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28 Days Later

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Good to see that folks haven't jumped ship. We'll make this thing work yet.

Thanks, Alan, for working so hard to put the pieces back together.

I'm enjoying Chicago-land. Stef is just as scrappy and scrawny as he seems. Later on I'll meet Asher, and tomorrow MLeary and Parks. Wild.

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Stef hated it. (Note: He fell asleep for a good deal of it, so can you trust him?

Asher liked it somewhat. (I think that's accurate. Asher?)

And I loved it!!

It's a genre film, through and through. If you told Danny Boyle that the film is "formulaic", he'd probably say "Duh" and he might even say "Thank you." But this is SO MUCH MORE than a zombie movie.

It's as realistic and troubling an apocalypse film as I've seen. Sure, the zombies are over-the-top, but the idea of a disastrous disease spreading quickly... how the disease gets loose... and how people respond once it's rampant... It's chilling. The handheld video footage lends to the immediacy of the storytelling. A lot of Blair Witch tactics being used... "Less is more" is the rule for most (but not all ) of the film.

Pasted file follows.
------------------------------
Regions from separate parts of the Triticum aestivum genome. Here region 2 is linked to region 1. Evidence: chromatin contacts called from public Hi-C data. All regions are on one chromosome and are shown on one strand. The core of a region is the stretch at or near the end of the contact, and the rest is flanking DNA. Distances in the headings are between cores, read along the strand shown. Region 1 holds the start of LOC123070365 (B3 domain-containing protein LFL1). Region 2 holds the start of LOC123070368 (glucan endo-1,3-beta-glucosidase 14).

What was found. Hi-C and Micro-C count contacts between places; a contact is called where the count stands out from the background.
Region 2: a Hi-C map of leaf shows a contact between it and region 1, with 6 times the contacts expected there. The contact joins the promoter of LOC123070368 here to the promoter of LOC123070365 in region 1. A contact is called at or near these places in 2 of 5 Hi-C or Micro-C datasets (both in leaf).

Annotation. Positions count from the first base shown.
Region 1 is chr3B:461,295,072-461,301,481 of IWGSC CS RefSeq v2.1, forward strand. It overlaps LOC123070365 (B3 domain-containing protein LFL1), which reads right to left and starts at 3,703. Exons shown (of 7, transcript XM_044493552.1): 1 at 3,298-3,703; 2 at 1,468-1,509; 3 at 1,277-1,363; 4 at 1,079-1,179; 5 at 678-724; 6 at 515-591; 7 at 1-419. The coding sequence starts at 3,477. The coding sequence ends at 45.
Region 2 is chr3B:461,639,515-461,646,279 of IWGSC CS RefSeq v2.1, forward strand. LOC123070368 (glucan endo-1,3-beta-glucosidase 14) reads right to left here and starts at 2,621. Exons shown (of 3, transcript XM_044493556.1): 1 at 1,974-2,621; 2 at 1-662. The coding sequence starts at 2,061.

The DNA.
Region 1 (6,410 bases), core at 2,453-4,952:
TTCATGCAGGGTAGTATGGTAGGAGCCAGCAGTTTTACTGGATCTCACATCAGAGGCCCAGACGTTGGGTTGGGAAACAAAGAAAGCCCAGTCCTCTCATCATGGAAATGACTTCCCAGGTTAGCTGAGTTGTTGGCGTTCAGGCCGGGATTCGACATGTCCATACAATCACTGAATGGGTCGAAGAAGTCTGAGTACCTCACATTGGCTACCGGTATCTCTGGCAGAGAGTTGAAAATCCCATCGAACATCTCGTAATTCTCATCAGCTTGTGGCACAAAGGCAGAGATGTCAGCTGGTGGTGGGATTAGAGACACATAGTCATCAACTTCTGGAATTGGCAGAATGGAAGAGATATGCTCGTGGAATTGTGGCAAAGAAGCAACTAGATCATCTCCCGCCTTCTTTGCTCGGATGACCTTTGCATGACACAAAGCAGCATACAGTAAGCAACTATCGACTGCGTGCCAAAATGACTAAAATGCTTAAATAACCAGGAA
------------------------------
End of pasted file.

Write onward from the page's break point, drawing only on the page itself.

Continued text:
But I hated Blair Witch because it aimed merely to disturb; it had very little to offer as far as meaningful storytelling. This was different. I felt for these characters. I liked them. I was convinced by every single member of the cast. The writing was strong - there's a great "first kiss" line, and only a couple of big one-liners, but those are good too. I was satisfied with the ending... it recalls another one of my favorite films, but if I say which one I'll spoil it.

Most of all, though, the film alludes to Blade Runner, and in effective ways. At times it's just the lighting and the way that a character runs through light, shadow, and rain. But then I started thinking about the themes of the film, and I think there's a real relationship to be explored here. I wondered if I might just be "reading into it", but then something happened near the end that convinced me the Blade Runner connection was deliberate.